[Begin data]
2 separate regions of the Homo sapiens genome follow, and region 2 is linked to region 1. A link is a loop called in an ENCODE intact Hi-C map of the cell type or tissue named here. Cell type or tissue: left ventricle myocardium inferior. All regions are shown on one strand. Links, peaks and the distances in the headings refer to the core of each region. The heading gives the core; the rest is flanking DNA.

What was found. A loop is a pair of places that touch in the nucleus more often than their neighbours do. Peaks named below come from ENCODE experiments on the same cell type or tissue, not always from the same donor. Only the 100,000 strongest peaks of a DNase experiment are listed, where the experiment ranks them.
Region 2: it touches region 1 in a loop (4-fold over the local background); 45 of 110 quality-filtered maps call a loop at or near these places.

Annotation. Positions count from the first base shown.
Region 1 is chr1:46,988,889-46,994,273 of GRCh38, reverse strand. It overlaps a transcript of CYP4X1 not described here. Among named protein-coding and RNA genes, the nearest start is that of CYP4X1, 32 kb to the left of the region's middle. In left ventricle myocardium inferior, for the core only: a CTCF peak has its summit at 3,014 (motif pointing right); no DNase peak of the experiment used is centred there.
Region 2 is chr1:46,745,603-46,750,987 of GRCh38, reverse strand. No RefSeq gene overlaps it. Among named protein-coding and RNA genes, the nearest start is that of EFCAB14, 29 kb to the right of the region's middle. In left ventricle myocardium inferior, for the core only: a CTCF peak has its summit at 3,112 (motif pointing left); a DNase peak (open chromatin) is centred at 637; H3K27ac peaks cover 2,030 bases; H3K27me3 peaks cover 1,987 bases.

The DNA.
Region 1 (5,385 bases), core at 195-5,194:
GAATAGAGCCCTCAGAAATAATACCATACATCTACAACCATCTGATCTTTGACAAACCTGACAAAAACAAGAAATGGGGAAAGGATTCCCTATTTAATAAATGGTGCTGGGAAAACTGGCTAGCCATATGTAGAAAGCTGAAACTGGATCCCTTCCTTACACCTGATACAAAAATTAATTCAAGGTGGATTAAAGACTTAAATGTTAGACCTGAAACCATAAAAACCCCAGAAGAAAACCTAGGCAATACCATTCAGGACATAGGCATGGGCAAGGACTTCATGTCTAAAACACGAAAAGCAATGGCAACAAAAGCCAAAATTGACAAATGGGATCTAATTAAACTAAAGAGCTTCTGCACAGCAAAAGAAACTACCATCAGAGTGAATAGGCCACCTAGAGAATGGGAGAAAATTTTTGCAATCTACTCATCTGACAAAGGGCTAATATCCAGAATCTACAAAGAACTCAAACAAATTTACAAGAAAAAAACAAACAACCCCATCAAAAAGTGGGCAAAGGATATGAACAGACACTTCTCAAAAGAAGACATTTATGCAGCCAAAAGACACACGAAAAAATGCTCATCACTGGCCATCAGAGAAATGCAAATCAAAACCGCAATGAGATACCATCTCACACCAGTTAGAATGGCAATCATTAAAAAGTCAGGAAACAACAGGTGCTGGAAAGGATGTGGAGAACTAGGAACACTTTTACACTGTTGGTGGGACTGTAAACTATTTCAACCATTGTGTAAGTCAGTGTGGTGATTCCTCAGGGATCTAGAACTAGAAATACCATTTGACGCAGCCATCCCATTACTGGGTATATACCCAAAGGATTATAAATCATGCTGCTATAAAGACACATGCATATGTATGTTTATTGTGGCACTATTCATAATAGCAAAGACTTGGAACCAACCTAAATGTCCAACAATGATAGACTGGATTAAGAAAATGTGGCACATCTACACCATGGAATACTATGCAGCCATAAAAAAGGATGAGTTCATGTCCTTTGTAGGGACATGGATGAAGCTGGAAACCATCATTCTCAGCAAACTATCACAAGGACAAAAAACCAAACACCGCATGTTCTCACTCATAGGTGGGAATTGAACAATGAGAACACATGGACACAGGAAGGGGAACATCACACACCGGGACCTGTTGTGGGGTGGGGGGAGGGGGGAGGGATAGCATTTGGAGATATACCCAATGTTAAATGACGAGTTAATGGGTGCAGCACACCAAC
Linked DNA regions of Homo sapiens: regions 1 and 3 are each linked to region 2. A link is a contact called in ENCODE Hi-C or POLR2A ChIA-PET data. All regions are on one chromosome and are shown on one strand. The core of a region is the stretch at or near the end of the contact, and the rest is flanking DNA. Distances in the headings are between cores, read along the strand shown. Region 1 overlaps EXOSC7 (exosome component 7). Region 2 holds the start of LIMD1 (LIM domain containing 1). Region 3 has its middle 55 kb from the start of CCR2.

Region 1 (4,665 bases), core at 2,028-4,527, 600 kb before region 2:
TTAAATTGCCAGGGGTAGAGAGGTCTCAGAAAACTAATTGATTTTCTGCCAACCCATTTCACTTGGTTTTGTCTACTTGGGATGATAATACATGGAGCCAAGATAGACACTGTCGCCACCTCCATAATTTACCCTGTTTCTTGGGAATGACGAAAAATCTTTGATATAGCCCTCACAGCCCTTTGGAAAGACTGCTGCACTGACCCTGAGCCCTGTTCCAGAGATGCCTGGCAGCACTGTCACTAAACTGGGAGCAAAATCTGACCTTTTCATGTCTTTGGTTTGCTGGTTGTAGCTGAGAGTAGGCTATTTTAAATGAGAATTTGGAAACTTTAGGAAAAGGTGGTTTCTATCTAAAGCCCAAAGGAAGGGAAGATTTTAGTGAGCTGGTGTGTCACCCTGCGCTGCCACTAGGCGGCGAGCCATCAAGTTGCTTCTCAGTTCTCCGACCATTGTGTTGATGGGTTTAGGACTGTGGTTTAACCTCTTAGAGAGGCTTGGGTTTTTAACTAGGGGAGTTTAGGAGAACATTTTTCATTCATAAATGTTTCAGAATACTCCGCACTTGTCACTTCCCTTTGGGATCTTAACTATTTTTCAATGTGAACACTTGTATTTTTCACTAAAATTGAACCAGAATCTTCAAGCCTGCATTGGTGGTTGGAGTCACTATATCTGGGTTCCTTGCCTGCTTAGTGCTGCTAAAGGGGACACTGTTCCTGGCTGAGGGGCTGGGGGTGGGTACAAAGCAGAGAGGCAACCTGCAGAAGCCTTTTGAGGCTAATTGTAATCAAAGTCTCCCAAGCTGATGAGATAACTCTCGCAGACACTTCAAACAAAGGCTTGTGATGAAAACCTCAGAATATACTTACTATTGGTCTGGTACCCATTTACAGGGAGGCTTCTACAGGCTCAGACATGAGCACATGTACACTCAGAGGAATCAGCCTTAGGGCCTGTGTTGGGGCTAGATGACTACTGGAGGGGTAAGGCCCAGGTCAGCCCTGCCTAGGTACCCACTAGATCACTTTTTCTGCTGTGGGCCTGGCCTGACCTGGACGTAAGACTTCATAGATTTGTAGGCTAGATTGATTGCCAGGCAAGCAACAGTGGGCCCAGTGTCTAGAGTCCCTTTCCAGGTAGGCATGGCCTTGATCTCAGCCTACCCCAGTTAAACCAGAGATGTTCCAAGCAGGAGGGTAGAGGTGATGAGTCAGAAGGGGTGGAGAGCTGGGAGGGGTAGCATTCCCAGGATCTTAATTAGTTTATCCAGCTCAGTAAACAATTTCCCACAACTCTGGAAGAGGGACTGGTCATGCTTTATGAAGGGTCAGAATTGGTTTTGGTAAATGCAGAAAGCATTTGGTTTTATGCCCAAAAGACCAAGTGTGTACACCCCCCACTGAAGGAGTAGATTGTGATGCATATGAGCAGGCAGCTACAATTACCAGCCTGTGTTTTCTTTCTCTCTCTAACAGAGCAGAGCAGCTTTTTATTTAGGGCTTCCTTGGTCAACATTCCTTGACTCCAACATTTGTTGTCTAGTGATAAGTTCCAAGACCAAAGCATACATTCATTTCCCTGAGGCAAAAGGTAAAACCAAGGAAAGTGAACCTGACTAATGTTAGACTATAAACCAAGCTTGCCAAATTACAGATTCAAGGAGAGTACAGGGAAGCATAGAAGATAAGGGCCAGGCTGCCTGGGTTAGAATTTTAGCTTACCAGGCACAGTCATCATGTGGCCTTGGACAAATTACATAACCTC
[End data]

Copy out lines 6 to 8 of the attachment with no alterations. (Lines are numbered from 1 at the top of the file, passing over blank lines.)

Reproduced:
Region 2 is chr1:46,745,603-46,750,987 of GRCh38, reverse strand. No RefSeq gene overlaps it. Among named protein-coding and RNA genes, the nearest start is that of EFCAB14, 29 kb to the right of the region's middle. In left ventricle myocardium inferior, for the core only: a CTCF peak has its summit at 3,112 (motif pointing left); a DNase peak (open chromatin) is centred at 637; H3K27ac peaks cover 2,030 bases; H3K27me3 peaks cover 1,987 bases.

The DNA.
Region 1 (5,385 bases), core at 195-5,194: